With Reliance Jio Infocomm agreeing to buy wireless assets like spectrum, towers and optic fibre from Reliance Communications (RCom), a long telecom chapter in the history of Reliance Group seems to have closed. RCom was started by the older Ambani sibling in the undivided Reliance Group. But in the subsequent, bitter split of the group businesses in 2003, it went to the younger Ambani. Now that RCom is getting back to the Reliance Industries’ fold, not only will Mukesh Ambani gain valuable assets, he will also have one less competitor to contend with.
That the end of RCom was coming was evident for the last many months, as it struggled with insurmountable debt and dwindling fortunes. The loans on its books totalled about Rs 45,000 crore and it was already under a strategic debt restructuring plan where some deadlines for creditors had been breached.
This report quotes analysts to say that the debt on RCom’s books had nearly doubled since 2009-10. Then earlier this year, RCom announced plans to shut down its 2G network across all circles, which meant substantial erosion in its subscriber base. It could not continue to run 2G services due to high costs and also the upcoming expiry of spectrum needed for 2G – spectrum in the 800 mhz and 2100 mhz bands. The precarious financial position of RCom was further exacerbated with the entry of Jio in September last year but anyway, by then, RCom’s share of total industry subscribers had almost halved to 8.3 per cent over six years.
Jio came with free voice calling, fast data speeds and freebies – it shook up every player in India’s telecom market, not just RCom. While other incumbents then went for accelerated mergers and acquisitions to cut costs and consolidate spectrum holdings, RCom’s proposed merger with Aircel was called off. And things continued to spiral out of control, with creditors lining up at RCom’s door. With the announcement of a definitive agreement, it could mean anywhere between Rs 20,000-25,000 crore debt is off RCom’s books, though neither company has announced the financial details of this transaction. Overall, RCom has said it will reduce debt to mere Rs 6,000 crore through this and other measures under the approved strategic debt restructuring plan.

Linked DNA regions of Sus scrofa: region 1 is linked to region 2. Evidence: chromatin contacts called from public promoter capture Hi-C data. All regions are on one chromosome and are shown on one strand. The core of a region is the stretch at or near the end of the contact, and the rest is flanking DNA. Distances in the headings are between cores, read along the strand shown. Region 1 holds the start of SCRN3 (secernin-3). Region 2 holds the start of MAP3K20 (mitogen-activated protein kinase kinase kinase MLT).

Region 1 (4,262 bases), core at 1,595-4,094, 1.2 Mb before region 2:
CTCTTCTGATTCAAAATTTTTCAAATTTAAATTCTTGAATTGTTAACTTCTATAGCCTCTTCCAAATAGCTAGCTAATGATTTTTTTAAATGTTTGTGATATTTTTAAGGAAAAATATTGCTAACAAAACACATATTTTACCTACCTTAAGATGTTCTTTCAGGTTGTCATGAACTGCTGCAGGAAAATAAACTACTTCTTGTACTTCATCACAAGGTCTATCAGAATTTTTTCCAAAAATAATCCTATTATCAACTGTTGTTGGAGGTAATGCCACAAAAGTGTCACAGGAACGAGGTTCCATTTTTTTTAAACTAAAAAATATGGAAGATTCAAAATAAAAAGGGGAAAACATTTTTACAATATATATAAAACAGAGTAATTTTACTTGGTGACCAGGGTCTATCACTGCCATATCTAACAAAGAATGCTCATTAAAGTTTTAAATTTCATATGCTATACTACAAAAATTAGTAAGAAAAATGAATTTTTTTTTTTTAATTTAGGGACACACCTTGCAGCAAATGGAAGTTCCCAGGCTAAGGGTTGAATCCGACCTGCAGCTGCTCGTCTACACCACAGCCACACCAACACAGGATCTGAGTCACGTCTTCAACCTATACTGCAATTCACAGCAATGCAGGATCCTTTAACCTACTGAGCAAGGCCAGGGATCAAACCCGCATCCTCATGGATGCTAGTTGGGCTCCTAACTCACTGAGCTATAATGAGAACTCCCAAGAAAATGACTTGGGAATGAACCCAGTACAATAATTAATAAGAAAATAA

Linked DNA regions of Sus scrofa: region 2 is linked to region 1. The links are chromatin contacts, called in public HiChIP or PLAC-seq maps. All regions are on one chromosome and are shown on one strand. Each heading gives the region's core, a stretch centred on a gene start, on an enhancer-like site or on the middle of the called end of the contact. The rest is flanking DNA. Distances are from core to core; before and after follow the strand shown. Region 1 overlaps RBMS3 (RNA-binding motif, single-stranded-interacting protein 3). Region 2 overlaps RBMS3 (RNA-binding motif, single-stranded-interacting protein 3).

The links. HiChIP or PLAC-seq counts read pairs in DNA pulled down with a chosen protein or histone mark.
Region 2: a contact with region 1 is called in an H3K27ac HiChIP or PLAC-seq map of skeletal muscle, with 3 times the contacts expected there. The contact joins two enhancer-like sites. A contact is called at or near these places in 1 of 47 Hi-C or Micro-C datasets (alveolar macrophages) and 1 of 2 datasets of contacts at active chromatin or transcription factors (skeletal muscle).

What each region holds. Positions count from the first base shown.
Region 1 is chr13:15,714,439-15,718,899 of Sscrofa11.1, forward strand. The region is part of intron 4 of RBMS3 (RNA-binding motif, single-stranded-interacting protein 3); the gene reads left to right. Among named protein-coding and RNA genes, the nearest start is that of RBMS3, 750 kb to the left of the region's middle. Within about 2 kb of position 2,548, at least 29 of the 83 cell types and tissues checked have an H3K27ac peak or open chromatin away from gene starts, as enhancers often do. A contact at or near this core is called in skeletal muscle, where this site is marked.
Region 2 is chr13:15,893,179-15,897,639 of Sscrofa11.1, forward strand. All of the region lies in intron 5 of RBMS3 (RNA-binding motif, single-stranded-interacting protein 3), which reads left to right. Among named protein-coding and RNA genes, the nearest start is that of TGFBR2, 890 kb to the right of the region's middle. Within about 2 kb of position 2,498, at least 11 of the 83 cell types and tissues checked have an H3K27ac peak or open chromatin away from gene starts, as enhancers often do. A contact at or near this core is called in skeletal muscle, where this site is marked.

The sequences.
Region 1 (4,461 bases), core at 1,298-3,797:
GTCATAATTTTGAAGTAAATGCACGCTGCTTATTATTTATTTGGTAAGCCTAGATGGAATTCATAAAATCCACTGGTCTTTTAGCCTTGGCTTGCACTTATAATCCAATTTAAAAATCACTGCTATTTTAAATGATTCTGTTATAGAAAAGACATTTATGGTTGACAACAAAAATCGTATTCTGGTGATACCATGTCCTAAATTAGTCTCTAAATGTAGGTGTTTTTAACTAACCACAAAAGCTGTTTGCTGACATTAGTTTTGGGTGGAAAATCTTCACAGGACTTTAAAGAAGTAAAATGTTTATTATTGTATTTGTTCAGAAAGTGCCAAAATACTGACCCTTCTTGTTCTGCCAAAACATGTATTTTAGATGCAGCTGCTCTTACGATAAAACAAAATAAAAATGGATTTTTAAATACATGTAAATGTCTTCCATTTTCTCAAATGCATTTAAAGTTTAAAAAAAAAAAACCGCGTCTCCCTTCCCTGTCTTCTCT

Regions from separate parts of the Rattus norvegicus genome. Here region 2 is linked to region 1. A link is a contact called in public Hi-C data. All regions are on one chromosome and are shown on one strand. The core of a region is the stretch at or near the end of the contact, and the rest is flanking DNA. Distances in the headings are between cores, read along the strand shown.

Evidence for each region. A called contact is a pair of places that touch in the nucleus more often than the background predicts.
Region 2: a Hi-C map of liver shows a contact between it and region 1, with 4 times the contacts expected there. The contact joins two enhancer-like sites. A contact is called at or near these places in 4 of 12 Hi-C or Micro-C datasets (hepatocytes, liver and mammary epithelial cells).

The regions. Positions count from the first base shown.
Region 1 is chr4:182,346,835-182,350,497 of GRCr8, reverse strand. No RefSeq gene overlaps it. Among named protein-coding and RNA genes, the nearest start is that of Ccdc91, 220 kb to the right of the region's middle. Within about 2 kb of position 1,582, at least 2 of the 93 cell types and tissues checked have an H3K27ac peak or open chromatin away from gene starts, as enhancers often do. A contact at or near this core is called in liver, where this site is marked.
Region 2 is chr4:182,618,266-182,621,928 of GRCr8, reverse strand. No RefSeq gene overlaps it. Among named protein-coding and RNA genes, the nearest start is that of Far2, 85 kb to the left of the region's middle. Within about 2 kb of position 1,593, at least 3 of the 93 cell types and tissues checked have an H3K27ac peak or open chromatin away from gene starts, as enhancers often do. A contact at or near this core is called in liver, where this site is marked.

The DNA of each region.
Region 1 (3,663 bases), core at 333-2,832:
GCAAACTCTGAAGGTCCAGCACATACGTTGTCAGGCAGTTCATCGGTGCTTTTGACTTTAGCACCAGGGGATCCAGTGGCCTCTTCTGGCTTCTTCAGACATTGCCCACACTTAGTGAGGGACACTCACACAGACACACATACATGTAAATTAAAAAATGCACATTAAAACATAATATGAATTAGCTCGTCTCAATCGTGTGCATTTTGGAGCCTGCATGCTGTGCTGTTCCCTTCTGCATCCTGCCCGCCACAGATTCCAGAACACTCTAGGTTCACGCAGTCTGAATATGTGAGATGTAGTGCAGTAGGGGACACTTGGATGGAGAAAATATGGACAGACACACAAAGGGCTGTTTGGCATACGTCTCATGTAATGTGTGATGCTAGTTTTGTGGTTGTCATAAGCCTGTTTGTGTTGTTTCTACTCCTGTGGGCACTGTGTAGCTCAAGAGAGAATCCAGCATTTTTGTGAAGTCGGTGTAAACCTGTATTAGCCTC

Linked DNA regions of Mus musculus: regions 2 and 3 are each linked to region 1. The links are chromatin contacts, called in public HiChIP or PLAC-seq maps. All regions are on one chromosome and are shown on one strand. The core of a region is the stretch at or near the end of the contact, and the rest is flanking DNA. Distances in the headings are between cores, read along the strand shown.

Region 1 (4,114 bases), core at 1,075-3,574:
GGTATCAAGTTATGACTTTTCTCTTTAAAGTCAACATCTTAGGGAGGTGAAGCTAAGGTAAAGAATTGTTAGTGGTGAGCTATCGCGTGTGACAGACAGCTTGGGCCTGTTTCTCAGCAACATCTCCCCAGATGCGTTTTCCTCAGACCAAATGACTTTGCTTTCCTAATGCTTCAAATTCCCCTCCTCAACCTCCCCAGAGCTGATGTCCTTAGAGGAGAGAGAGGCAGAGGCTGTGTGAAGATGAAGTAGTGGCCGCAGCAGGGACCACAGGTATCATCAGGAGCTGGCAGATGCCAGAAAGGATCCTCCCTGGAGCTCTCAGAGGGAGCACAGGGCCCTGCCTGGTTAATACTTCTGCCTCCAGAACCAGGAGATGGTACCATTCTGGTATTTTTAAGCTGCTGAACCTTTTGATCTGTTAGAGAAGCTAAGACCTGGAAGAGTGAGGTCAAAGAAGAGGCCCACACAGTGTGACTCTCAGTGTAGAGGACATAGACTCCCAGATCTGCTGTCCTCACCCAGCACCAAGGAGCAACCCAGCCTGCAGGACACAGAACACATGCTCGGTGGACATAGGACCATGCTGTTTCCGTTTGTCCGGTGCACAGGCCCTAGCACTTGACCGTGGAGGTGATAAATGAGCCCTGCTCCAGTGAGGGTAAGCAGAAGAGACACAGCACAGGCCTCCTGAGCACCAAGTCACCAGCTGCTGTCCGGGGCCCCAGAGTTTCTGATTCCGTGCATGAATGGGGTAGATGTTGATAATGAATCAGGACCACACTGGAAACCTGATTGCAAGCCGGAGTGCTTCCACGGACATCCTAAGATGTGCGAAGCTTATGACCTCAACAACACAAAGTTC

As for Jio, its very arrival in the market in September 2016 was a game changer, accelerating industry consolidation. Brokerage firm Indian Ratings & Research said in a note to clients recently that the structure of India’s telecom industry is being redrawn to oligopolistic from large number of operators earlier, as smaller, unprofitable telcos exit. “Over the last one year, smaller telcos lost 38 million subscribers on an aggregate basis, which has challenged their business continuity. Most of the smaller telcos have sold business at rock-bottom valuations and even need to restructure their debt. Hastened consolidation has benefited larger telcos… large telcos have (also) benefited from the acquisition of spectrum and telecom assets at lucrative prices, which has in turn has strengthened their business model.”